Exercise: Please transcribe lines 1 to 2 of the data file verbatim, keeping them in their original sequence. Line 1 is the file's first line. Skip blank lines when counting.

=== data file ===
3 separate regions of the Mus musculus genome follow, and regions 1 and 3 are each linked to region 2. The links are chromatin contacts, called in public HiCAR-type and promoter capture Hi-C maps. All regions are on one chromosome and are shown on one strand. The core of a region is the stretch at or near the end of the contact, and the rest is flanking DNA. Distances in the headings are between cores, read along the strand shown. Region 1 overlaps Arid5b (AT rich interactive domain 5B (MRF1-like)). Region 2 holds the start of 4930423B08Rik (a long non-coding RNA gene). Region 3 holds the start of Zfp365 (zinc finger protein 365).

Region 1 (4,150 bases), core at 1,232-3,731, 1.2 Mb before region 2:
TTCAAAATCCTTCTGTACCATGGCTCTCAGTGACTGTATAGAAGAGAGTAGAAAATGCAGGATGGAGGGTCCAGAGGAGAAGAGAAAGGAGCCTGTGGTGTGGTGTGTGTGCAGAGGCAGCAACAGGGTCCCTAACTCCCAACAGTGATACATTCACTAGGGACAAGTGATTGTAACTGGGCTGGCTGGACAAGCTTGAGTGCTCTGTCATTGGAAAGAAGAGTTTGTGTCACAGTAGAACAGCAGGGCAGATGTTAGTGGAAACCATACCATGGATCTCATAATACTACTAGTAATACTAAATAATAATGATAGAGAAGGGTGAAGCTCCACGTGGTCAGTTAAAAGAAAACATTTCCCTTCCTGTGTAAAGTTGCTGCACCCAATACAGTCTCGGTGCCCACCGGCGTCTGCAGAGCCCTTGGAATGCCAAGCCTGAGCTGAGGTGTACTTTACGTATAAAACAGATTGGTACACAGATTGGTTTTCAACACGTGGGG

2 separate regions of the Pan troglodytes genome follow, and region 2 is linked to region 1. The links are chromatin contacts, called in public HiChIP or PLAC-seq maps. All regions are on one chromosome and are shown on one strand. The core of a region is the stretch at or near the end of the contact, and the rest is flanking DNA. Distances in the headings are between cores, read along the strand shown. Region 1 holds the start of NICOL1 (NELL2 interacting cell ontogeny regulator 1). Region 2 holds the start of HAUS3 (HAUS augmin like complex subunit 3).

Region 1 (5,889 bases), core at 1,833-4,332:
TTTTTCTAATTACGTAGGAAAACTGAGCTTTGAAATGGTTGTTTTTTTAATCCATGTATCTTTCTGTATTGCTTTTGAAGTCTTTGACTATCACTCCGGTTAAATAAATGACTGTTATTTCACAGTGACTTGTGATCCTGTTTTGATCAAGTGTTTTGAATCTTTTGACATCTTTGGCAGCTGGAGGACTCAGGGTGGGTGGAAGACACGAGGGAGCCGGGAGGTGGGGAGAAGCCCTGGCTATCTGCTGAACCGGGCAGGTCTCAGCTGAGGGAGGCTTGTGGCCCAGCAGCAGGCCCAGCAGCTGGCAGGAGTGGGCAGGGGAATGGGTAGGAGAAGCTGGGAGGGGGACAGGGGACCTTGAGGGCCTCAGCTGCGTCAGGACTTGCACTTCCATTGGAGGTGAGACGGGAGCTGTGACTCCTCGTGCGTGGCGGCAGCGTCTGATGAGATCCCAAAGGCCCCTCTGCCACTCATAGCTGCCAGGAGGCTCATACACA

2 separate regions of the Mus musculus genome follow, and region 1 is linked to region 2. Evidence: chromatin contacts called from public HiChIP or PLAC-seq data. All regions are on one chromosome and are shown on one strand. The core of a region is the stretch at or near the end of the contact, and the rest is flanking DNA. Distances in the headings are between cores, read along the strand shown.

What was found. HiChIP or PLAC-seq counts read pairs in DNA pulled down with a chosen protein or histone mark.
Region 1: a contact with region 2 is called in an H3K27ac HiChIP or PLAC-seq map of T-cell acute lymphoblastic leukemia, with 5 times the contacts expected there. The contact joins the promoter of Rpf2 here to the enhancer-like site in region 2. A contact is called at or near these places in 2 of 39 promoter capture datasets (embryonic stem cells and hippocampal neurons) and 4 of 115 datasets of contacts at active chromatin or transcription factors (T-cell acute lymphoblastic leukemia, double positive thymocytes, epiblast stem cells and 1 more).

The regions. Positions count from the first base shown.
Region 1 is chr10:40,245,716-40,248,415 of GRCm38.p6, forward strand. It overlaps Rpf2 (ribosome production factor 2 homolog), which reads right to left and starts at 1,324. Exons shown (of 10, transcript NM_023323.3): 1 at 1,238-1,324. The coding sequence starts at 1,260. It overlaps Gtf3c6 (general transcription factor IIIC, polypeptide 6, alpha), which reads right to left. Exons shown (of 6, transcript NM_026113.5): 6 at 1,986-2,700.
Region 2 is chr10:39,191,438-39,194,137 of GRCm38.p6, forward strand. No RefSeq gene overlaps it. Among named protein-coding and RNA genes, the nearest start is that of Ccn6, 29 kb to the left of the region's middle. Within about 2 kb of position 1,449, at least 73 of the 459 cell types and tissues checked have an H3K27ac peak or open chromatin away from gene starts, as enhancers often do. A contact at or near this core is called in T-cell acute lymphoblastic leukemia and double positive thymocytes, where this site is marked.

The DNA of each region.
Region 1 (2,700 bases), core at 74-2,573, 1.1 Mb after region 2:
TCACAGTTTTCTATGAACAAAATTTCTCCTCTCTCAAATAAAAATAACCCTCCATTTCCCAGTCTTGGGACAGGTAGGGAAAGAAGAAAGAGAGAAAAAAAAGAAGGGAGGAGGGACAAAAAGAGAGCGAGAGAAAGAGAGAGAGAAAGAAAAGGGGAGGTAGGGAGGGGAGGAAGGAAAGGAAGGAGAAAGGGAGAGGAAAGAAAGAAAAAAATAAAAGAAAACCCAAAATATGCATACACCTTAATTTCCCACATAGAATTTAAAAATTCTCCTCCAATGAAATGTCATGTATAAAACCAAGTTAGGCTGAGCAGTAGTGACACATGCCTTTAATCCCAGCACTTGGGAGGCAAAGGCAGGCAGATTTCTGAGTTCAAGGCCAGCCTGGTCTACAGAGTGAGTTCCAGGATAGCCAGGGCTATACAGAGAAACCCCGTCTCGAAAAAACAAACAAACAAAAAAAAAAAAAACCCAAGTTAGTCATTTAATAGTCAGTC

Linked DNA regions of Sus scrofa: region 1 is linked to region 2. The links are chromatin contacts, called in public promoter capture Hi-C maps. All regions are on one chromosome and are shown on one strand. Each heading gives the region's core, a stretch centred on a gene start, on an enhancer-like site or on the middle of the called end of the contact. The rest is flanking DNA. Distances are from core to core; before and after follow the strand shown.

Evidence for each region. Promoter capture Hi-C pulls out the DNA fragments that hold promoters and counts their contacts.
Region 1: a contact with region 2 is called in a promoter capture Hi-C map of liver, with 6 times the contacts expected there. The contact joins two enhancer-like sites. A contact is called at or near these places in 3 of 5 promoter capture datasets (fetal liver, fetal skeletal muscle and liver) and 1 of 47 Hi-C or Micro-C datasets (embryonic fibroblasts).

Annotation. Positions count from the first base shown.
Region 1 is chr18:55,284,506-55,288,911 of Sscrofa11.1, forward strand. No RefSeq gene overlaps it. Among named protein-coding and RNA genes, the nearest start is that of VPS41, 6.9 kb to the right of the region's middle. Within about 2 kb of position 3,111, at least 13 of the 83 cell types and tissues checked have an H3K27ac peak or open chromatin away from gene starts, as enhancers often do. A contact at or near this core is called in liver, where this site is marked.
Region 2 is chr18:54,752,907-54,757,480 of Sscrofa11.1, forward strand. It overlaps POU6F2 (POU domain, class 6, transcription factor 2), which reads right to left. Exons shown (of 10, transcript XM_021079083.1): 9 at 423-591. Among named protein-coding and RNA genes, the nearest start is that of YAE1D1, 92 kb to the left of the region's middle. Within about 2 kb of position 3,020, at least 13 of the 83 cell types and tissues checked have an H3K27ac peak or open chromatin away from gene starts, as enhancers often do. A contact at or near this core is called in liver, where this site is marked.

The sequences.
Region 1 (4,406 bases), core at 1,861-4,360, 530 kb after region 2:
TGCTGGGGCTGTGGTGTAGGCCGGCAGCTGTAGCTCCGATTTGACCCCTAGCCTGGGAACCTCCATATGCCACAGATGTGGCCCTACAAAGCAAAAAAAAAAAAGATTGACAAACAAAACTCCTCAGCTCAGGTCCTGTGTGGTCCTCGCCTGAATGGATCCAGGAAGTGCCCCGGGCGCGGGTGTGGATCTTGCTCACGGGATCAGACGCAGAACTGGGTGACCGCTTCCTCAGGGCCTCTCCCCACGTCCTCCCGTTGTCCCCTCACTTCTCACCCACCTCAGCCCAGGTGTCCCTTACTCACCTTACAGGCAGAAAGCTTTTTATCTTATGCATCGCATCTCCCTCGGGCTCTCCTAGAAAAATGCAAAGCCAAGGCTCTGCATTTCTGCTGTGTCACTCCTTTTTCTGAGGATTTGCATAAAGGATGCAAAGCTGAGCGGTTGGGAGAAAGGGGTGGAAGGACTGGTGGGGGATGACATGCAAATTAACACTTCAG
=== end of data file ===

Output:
3 separate regions of the Mus musculus genome follow, and regions 1 and 3 are each linked to region 2. The links are chromatin contacts, called in public HiCAR-type and promoter capture Hi-C maps. All regions are on one chromosome and are shown on one strand. The core of a region is the stretch at or near the end of the contact, and the rest is flanking DNA. Distances in the headings are between cores, read along the strand shown. Region 1 overlaps Arid5b (AT rich interactive domain 5B (MRF1-like)). Region 2 holds the start of 4930423B08Rik (a long non-coding RNA gene). Region 3 holds the start of Zfp365 (zinc finger protein 365).

Region 1 (4,150 bases), core at 1,232-3,731, 1.2 Mb before region 2: